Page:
The most alarming development with the Flames first four games was the high numbers of shots they were yielding. New goalie Mike Smith was outstanding while facing an average of 40 shots a game. Gulutzan voiced his displeasure and the shot totals went down to 22 and 27 respectively during the past two weekend contest despite being shorthanded seven times in each match. A tribute to the penalty killers but still a dangerous way to play.
Although the Flames are five points ahead of their season-starting pace of a year ago but it’s good the coach isn’t letting his players rest on their laurels.
Per early season usual, the Pacific Division first place race is off to a different start. Many predictors around the NHL feel the Flames, Oilers and Anaheim will be at the top of the heap when all is said and done. Currently, only the Flames are near the top of the standings. Los Angeles Kings, a non-playoff team last winter, lead with nine points while the first year Vegas Golden Knights are tied with the Flames for second. If the playoffs started today, the Oilers and Ducks wouldn’t be included. Remember, it’s just two weeks into the season.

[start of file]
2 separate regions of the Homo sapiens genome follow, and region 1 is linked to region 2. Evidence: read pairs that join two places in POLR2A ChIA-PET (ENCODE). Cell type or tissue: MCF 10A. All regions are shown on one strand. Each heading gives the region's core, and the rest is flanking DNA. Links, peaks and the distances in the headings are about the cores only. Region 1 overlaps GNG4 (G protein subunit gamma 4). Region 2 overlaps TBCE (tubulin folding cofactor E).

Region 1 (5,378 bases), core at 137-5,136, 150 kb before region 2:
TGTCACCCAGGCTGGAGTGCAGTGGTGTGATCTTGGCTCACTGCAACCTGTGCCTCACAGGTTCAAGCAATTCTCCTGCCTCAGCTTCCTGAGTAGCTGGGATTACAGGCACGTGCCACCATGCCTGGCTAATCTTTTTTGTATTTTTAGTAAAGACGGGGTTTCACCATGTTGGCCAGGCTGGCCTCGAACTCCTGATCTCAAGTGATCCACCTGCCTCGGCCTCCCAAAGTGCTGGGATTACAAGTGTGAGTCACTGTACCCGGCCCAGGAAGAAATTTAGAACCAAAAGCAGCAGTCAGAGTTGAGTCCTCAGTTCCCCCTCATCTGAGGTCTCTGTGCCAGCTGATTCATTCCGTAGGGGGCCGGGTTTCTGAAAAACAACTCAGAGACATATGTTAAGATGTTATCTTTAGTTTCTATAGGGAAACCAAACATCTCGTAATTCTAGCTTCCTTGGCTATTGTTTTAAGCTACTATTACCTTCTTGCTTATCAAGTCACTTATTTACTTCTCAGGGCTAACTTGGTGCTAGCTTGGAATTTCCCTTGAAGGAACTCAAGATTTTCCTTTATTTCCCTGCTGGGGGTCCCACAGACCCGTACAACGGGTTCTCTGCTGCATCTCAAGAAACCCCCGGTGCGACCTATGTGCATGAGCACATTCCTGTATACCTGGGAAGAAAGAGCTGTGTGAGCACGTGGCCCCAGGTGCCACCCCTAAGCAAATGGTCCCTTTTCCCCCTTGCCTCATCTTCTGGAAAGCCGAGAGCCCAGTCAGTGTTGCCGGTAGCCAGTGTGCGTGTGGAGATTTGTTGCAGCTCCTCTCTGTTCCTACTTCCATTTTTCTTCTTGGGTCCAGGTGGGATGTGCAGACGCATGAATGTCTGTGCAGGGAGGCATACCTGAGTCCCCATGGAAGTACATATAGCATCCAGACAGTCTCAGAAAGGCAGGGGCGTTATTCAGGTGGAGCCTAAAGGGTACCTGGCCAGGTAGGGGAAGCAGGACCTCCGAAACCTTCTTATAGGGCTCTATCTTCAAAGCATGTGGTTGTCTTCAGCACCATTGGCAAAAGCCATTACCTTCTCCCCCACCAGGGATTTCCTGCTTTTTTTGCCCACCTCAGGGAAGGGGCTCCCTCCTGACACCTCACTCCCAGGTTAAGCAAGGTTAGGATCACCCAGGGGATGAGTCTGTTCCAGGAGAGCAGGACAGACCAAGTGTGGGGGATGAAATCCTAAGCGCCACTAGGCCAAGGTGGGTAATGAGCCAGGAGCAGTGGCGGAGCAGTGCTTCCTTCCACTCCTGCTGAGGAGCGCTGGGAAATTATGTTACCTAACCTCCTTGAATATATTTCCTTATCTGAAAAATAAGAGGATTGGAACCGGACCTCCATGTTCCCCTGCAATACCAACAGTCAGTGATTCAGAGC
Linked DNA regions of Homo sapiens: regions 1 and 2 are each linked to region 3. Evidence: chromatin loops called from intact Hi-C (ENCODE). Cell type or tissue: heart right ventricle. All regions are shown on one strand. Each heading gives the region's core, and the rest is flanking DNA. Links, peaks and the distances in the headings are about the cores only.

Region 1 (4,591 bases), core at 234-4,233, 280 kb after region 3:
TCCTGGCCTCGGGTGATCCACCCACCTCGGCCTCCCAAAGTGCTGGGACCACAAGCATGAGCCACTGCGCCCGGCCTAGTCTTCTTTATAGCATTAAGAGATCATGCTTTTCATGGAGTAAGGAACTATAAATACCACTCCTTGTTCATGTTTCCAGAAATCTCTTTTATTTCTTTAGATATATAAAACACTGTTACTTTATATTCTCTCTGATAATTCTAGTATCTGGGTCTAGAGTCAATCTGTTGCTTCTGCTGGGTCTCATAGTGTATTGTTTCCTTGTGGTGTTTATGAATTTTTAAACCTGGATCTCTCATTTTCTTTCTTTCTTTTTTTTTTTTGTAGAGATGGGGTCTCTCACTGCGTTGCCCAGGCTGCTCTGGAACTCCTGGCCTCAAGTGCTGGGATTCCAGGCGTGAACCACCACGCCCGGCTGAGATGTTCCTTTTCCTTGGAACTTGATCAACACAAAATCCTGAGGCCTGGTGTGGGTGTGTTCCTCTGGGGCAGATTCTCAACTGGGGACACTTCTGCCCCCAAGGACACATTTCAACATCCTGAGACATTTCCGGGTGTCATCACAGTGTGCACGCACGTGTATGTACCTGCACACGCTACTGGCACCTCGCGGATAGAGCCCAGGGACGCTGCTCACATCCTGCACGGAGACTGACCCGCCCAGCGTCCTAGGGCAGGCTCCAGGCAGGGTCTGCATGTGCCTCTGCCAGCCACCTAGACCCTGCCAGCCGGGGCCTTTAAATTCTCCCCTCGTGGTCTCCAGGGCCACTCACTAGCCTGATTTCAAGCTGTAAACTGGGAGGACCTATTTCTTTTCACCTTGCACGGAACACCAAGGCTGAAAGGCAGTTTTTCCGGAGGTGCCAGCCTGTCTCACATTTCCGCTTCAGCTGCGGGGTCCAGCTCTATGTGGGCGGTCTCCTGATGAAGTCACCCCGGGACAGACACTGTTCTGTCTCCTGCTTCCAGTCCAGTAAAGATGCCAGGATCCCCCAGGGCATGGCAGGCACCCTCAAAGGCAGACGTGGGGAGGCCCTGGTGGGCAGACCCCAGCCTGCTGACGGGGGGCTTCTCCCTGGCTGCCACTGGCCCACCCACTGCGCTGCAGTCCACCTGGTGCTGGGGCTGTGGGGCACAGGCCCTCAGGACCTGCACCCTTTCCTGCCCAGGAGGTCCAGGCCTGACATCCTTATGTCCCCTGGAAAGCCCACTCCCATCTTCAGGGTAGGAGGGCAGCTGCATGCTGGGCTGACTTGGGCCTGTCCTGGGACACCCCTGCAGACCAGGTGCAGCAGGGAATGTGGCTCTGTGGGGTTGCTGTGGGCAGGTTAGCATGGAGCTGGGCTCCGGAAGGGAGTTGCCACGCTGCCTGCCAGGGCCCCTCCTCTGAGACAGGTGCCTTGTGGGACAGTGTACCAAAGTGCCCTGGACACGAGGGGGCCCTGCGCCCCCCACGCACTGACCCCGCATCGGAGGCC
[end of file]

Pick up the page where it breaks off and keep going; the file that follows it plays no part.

When Mark Giordano scored the Flames first goal while the team was shorthanded on Saturday, he became just the fourth defenceman in franchise history to notch 100 goals.
It’s a most impressive achievement for the captain. The other three – Al MacInnis, Gary Suter and Paul Reinhart – all played here in the 80’s and early 90’s during the NHL’s high scoring era. Unlike the other three, Giordano was never drafted and since beginning his Flames tenure in 2006 has had to score in a much-more defensive-style of game with goals more difficult to attain.
It took Giordano 679 games to reach the milestone. MacInnis in his time with the Flames notched 213 goals in 803 games. Giordano won’t match MacInnis goal totals but could pass Reinhart’s 109 goals during the current campaign and in a year or two could also pass Suter’s 129 goals for second place.